Beware the influence
Nikhil used to run his own company, and believes that having a mentor would have been very beneficial:
It would have been great to have a mentor to help guide me in my business decisions.
I have a full-time job now, and I persue standup comedy on the side. My standup is a bit unique, so I'm afraid that if I get a mentor, I would be too influenced by the mentor's style. Or, the mentor could insist that I adopt their idea of what comedy should look and sound like. This could be the case in any space, whether it's business or comedy.
I do speak with my fellow comics, who are kind enough to guide me through the process if I feel stuck somewhere. I hope to someday have a mentor related to my job, and one for my comedy, so that I don't have to constantly white-knuckle everything.
Do you have a mentor? Let's chat more below!
Discuss this story.
🚀 The Spector Report
by Josh Spector
I'm sharing growth tips for creative founders! Here's this week's:
Those people you think have it all figured out? They don’t. They’re just like you.
They’re just as confused, insecure, and worried as you.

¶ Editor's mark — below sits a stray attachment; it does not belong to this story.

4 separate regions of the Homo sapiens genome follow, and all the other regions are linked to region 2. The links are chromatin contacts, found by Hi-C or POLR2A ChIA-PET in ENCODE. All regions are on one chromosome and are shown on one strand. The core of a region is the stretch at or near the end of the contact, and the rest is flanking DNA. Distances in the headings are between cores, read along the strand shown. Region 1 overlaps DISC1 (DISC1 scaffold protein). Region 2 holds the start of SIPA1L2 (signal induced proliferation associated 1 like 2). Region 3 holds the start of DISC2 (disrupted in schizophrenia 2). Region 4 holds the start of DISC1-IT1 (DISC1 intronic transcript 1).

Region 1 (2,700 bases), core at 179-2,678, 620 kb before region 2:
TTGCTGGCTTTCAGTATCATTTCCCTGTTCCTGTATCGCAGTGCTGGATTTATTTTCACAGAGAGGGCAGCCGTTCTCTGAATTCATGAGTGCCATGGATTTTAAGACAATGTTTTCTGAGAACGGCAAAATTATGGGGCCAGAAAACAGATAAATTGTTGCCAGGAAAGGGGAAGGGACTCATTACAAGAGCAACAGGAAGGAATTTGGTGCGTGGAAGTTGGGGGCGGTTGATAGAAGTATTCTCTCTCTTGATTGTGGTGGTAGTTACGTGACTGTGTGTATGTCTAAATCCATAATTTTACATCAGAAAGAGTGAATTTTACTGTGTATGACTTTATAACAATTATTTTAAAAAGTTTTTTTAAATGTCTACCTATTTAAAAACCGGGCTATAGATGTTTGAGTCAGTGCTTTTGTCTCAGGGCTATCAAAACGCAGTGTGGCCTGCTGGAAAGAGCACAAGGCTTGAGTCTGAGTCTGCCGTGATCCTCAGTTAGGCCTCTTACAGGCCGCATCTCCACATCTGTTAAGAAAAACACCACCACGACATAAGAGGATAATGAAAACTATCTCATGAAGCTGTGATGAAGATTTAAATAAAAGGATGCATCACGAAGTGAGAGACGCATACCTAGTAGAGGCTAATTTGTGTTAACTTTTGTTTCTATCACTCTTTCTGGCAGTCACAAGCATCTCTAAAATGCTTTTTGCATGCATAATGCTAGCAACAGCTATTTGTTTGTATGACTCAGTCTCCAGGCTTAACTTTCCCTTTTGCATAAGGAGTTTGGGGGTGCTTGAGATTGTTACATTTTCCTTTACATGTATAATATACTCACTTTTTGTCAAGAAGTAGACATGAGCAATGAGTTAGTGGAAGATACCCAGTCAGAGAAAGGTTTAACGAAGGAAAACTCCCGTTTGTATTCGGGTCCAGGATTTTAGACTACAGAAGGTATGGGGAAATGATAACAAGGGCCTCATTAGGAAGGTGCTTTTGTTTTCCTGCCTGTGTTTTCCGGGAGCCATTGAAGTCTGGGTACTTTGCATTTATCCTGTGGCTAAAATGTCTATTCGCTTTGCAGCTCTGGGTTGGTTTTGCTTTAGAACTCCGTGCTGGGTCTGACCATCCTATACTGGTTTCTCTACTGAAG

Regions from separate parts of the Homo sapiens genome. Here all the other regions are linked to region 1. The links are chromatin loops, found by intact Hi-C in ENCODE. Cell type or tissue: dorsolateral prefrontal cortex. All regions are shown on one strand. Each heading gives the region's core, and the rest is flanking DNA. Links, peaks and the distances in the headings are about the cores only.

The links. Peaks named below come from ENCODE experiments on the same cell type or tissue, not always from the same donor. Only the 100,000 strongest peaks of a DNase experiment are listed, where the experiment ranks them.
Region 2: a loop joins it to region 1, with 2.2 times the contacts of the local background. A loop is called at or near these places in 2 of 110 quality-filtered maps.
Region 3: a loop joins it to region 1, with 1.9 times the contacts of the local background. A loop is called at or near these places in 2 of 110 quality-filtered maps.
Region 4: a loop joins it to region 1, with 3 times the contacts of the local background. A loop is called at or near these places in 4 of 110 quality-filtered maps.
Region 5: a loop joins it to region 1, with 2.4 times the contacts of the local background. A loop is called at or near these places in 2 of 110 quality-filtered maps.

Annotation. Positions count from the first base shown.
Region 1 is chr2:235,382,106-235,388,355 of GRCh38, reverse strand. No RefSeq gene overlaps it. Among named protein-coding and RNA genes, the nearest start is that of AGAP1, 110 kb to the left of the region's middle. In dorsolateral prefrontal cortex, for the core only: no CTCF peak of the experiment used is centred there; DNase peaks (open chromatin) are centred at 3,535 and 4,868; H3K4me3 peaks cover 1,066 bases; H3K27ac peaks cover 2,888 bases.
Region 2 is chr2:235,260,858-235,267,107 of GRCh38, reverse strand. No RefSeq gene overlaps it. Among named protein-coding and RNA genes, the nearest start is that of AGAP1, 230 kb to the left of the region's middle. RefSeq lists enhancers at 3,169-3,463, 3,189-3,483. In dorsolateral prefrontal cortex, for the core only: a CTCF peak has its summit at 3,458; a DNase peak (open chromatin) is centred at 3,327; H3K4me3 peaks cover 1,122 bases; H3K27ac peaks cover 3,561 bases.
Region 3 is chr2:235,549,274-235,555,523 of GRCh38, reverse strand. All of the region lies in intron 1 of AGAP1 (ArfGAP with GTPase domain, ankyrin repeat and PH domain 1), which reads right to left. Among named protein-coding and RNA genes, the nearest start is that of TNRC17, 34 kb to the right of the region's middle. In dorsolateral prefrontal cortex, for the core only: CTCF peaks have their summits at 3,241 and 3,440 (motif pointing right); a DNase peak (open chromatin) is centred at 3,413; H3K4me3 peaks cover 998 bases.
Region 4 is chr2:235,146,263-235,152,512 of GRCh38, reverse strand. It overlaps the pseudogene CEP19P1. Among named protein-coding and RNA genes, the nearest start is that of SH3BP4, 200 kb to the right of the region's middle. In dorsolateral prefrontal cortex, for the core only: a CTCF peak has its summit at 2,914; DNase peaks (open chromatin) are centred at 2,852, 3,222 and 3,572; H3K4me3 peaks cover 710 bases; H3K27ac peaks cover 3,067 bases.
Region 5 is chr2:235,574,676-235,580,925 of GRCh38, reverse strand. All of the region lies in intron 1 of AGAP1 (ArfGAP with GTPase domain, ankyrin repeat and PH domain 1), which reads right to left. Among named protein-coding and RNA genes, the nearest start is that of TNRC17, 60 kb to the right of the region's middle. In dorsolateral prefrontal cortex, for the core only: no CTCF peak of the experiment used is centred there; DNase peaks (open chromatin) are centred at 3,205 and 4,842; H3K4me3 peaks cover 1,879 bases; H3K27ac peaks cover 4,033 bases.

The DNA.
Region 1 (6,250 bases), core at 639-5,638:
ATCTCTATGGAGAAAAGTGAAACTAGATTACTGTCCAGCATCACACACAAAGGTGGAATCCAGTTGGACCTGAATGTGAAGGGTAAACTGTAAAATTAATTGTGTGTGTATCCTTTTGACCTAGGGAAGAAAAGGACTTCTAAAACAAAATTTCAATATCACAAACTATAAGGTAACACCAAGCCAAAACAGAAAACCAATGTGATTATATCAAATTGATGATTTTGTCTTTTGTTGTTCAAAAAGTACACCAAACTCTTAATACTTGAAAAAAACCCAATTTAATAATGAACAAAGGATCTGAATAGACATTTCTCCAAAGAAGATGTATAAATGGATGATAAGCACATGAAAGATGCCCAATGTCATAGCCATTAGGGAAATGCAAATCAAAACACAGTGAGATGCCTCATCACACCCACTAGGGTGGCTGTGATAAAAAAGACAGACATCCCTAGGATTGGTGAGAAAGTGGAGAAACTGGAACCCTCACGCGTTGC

Remember that when you think you’re not good enough, because the first step to becoming who you want to be is to believe that you can.
Subscribe to Josh's For The Interested newsletter or I Want To Know podcast for more.
📹 Aaron Hit $140 MRR in 37 Days
Hi, indie hackers! I'm Aaron, and I’ve been wanting to see a graph like this since the day I first thought about starting a business:
It’s not a huge amount of money, and our customers haven’t had a chance to churn yet, but after three years of zero revenue startups, I finally feel like we have made a breakthrough in how we think about building.
Here's what we learned going from $0 to ~$140 MRR just 37 days after launching our startup, Choppity. Choppity edits TikToks and Reels using AI.
Let's dive in!
More cold sales
After launching via LinkedIn post, we achieved our first sale. However, after that, our MRR stagnated for a long time, as you can see from the graph.
We weren’t doing cold sales, as we were focused on development. The part of the graph where MRR starts growing marks the time that we really started doing cold sales. There is a very clear correlation.
Too early for marketing
Your first few customers should be through founder-led sales:
- If you can’t find individual people to sell the product to directly, you likely won’t be able to do it with marketing.
- Founder-led sales have helped us create great connections with our customers, which has helped us gather lots of feedback to improve the product. They should also help with retention!